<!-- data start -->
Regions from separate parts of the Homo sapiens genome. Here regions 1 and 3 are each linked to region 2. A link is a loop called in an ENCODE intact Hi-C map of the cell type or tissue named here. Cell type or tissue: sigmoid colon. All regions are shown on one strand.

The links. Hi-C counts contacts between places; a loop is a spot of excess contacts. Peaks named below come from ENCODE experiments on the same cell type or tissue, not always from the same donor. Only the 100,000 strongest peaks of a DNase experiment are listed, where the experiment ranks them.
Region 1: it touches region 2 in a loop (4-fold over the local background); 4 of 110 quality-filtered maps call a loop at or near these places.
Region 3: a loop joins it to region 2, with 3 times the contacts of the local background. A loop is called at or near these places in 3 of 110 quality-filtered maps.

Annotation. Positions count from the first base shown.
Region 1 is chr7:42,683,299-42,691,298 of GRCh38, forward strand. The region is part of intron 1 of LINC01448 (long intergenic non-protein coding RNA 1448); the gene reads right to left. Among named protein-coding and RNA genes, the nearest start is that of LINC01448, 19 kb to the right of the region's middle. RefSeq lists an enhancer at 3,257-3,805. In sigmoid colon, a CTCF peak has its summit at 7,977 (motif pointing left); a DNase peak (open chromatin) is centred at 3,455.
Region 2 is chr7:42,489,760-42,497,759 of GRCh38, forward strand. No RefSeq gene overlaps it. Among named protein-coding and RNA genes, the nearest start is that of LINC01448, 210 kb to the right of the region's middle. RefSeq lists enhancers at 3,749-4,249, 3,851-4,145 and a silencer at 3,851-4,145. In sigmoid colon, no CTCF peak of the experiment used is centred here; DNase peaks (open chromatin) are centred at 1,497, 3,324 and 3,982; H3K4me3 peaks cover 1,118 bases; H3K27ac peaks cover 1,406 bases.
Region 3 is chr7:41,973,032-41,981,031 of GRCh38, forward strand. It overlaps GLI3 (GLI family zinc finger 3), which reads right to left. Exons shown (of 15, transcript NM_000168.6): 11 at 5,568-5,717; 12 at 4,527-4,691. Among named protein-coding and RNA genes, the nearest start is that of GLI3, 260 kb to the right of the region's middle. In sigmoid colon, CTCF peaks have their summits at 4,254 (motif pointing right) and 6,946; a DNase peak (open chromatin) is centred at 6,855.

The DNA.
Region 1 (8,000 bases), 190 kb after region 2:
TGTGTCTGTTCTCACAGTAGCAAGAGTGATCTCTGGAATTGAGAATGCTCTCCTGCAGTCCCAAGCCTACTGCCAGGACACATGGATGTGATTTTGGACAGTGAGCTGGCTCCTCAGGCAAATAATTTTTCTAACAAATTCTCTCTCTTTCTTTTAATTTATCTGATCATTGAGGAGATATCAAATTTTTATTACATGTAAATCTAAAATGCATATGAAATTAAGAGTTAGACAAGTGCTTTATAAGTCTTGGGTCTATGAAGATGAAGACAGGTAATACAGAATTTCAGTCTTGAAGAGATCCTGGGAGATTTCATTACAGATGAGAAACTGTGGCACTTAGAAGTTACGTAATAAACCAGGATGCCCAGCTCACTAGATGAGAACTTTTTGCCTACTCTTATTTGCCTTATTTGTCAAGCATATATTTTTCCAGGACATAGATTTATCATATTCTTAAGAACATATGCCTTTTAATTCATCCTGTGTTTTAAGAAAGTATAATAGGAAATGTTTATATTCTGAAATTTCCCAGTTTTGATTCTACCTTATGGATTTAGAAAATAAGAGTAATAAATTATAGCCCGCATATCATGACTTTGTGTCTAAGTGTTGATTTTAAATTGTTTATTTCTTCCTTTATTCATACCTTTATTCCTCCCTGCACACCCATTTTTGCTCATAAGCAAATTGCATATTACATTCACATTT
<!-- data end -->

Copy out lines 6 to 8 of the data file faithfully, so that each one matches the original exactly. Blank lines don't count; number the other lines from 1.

Region 1 is chr7:42,683,299-42,691,298 of GRCh38, forward strand. The region is part of intron 1 of LINC01448 (long intergenic non-protein coding RNA 1448); the gene reads right to left. Among named protein-coding and RNA genes, the nearest start is that of LINC01448, 19 kb to the right of the region's middle. RefSeq lists an enhancer at 3,257-3,805. In sigmoid colon, a CTCF peak has its summit at 7,977 (motif pointing left); a DNase peak (open chromatin) is centred at 3,455.
Region 2 is chr7:42,489,760-42,497,759 of GRCh38, forward strand. No RefSeq gene overlaps it. Among named protein-coding and RNA genes, the nearest start is that of LINC01448, 210 kb to the right of the region's middle. RefSeq lists enhancers at 3,749-4,249, 3,851-4,145 and a silencer at 3,851-4,145. In sigmoid colon, no CTCF peak of the experiment used is centred here; DNase peaks (open chromatin) are centred at 1,497, 3,324 and 3,982; H3K4me3 peaks cover 1,118 bases; H3K27ac peaks cover 1,406 bases.
Region 3 is chr7:41,973,032-41,981,031 of GRCh38, forward strand. It overlaps GLI3 (GLI family zinc finger 3), which reads right to left. Exons shown (of 15, transcript NM_000168.6): 11 at 5,568-5,717; 12 at 4,527-4,691. Among named protein-coding and RNA genes, the nearest start is that of GLI3, 260 kb to the right of the region's middle. In sigmoid colon, CTCF peaks have their summits at 4,254 (motif pointing right) and 6,946; a DNase peak (open chromatin) is centred at 6,855.